Sunday, 3 October 2010

Japan's fat police

Thanks to DK, I learned of the Japanese government's efforts to get 'their' citizens to slim down. It turns out it's an old story, reported in the New York Times on 13 June 2008:

Summoned by the city of Amagasaki one recent morning, Minoru Nogiri, 45, a flower shop owner, found himself lining up to have his waistline measured. With no visible paunch, he seemed to run little risk of being classified as overweight, or metabo, the preferred word in Japan these days.

But because the new state-prescribed limit for male waistlines is a strict 33.5 inches, he had anxiously measured himself at home a couple of days earlier. “I’m on the border,” he said.

Under a national law that came into effect two months ago, companies and local governments must now measure the waistlines of Japanese people between the ages of 40 and 74 as part of their annual checkups. That represents more than 56 million waistlines, or about 44 percent of the entire population.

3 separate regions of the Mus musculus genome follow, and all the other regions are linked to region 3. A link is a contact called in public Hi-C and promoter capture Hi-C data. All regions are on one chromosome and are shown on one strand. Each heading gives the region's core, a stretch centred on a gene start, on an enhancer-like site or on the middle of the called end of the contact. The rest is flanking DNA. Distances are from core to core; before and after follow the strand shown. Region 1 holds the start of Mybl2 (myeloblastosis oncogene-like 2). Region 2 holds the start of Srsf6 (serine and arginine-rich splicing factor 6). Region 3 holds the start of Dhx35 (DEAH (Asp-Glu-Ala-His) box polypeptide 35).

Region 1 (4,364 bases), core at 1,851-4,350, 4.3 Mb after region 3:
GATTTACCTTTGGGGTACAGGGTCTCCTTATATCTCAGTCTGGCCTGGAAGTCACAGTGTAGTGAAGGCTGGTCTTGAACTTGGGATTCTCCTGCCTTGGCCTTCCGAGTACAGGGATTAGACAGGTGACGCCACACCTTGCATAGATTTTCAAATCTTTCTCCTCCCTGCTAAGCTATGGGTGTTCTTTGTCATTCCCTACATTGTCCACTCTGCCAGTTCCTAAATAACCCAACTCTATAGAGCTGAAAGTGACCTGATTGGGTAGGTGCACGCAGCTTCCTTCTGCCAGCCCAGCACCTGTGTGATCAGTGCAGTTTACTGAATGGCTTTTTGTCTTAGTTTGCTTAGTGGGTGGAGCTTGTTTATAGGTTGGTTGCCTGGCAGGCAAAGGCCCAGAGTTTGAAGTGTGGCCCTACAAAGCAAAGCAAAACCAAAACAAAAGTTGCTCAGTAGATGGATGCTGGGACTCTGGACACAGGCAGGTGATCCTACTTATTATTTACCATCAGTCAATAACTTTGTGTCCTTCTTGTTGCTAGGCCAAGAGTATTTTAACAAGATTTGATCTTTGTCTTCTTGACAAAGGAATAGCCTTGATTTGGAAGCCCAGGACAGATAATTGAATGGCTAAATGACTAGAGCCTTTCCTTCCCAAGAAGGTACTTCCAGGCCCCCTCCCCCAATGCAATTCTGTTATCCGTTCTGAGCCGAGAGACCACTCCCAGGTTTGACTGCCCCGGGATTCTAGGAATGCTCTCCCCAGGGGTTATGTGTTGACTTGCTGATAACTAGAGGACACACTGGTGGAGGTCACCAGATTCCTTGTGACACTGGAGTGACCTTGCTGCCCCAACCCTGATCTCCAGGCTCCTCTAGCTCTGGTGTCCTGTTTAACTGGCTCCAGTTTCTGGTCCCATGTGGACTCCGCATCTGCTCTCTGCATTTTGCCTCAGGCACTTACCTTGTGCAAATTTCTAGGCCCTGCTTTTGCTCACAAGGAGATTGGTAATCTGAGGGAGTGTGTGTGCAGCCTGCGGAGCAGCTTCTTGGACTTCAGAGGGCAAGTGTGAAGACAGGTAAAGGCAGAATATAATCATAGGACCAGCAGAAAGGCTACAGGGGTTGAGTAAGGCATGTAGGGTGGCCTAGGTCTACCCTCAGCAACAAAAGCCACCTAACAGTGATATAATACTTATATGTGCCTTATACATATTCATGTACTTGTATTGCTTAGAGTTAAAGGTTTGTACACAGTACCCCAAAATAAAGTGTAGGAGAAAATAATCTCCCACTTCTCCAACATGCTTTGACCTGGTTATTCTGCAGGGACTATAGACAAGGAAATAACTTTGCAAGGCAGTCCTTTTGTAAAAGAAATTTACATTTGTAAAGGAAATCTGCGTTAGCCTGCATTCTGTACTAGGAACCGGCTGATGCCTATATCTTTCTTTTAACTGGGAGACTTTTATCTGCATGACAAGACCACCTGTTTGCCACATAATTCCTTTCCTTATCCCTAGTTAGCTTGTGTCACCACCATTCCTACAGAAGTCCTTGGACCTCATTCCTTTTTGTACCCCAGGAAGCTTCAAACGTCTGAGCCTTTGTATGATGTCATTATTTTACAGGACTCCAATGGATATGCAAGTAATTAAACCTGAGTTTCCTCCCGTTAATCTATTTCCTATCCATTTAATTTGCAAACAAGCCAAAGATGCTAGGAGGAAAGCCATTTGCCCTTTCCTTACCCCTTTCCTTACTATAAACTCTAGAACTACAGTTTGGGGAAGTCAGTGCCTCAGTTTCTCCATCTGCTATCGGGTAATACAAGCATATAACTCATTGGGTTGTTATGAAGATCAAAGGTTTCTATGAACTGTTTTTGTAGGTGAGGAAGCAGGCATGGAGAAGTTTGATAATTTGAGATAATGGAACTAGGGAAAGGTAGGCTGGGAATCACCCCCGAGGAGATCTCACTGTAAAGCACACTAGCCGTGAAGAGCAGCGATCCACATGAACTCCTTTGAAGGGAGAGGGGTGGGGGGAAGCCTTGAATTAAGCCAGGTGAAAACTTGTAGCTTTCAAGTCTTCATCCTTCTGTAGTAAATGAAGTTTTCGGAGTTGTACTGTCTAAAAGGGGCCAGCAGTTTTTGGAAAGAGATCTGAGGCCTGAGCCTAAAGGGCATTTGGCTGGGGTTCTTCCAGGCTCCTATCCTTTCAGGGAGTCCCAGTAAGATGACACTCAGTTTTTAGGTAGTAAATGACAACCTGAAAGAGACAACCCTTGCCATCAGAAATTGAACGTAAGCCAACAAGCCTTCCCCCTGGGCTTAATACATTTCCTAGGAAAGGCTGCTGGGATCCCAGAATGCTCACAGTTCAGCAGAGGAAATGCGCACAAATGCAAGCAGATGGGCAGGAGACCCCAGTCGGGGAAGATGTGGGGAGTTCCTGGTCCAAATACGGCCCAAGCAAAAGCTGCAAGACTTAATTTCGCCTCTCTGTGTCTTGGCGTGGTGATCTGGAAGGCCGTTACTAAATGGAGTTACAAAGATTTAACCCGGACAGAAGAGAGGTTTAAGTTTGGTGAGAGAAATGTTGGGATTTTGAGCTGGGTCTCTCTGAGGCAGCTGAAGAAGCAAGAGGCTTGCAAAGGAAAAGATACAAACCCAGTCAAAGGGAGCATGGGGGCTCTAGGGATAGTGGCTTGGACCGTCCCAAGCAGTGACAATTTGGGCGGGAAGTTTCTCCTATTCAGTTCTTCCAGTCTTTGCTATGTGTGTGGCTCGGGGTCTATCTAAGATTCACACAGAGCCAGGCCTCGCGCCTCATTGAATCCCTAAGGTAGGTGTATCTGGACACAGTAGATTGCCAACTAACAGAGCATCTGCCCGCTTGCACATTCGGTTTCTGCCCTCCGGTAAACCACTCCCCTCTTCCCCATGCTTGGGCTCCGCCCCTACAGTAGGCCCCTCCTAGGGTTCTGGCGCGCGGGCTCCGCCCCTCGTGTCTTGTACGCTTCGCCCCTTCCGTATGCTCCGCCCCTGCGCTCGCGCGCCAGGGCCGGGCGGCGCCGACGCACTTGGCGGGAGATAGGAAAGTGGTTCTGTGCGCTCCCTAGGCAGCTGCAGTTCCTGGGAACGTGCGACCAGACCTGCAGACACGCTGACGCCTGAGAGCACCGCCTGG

To reach its goals of shrinking the overweight population by 10 percent over the next four years and 25 percent over the next seven years, the government will impose financial penalties on companies and local governments that fail to meet specific targets. The country’s Ministry of Health argues that the campaign will keep the spread of diseases like diabetes and strokes in check.

One of the best arguments against public healthcare is that it can be used to justify such meddling.

UPDATE: On reflection, one of the most disturbing aspects of this story is that the Japanese government chose to hold corporations responsible, rather than individuals. They blurred the line between private companies and government agents.

Corporate Social Responsibility is a dubious enough concept when it is undertaken by company executives, as explained so eloquently by Jamie Whyte and Philip Booth; it is a truly ghastly notion when imposed by the state. Managers who should be looking after the interests of shareholders, by delivering products valued by customers, are diverted from this productive activity to act as spies and enforcers. The horror of the government imposition is masked by a level of indirection; employees feel that it is their employer, rather than Big Brother, who takes such a keen interest in their eating habits.

Watch the CNN report about the steps taken by NEC, and weep:

I like to think that the British are a less pliable people than the Japanese, but we're not the country we used to be. I wish I could be sure it couldn't happen here.

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